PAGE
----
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Anthony Christian – A Passion for Drapery
August 15, 2018 - September 30, 2018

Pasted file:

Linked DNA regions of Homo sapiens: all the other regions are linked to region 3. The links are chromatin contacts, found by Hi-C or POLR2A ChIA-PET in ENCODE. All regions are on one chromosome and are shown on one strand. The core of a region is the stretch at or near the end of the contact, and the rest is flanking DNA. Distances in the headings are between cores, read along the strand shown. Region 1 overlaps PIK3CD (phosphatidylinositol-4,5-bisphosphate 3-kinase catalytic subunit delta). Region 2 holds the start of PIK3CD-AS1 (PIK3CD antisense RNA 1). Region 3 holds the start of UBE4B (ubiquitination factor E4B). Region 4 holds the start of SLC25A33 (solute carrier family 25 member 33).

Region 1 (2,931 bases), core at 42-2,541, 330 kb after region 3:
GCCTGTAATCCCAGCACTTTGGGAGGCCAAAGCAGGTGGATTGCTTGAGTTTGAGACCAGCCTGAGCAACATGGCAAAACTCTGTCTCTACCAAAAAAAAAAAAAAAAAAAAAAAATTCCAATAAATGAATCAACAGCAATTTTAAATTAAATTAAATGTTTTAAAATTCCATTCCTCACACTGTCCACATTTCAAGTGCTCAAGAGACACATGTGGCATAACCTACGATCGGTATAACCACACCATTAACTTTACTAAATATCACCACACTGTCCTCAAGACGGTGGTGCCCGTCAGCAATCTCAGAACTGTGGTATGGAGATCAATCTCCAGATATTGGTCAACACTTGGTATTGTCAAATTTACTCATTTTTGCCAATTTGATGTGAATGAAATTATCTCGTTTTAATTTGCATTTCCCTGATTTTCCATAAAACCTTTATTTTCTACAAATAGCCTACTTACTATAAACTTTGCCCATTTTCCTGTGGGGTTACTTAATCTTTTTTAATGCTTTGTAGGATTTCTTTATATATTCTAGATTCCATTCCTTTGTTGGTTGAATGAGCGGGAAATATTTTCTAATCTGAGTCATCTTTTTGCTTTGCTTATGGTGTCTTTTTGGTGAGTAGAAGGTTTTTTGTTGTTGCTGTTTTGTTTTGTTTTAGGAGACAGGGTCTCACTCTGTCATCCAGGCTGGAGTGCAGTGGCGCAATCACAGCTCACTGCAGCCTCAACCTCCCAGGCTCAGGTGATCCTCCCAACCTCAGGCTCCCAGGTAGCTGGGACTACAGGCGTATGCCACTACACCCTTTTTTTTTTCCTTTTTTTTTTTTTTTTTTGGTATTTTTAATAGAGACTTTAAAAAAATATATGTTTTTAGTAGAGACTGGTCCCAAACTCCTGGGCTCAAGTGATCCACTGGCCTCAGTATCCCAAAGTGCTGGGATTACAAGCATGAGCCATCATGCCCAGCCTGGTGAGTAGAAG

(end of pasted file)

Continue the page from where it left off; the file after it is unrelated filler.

“Damn him! He is so various!” was what Gainsborough said of Sir Joshua Reynolds, and the same (with perhaps a more colourful expletive than “damn”) must have been said of Anthony Christian by many an envious fellow artist. But mere variety is nothing without invention, without imagination, without inspiration and without a brilliant mastery of technique, and Christian has them all. I have known Anthony Christian for well over fifty years now. I can hardly believe it myself, but throughout that time I have seen him, yes, journey from an extraordinarily precocious talent to a mature master artist of prodigious reach, but more importantly, pass through so many phases and subject matters and achieve enduring excellence in all. Given Christian’s quite “lively” – shall we say – relationship with Picasso and his work, I am taking a considerable risk in comparing the two. Nevertheless, I know of no contemporary artists other than these two, who have been through such a variety of phases in their lifetimes while achieving success in all of them. Both began their careers as brilliant draughtsmen, and while Picasso may have divagated from his roots onto all kinds of modernist by-roads, his extraordinary facility as a draughtsman remained somehow at the heart of his work. With Christian, the brilliance in the drawing has matured even more strongly than Picasso’s and remained more clearly the foundation of his work. But what variety it has produced! The visionary symbolist; the penetrating student of nature, the profound analyst of the human form and face, the surrealist jester: Christian has been all of these and more. And he keeps on finding new styles, new subjects, new media. To give just one example: his new drapery works are not revivals of his old technically brilliant studies, but something quite novel and original: light, airy, full of animation, mystery, and meaning. They have the vitality of youth and the insight of old age. They are the work of a new Old Master, or perhaps an old New Master. You decide. Where next? I have no idea, but I wait with some impatience and total confidence.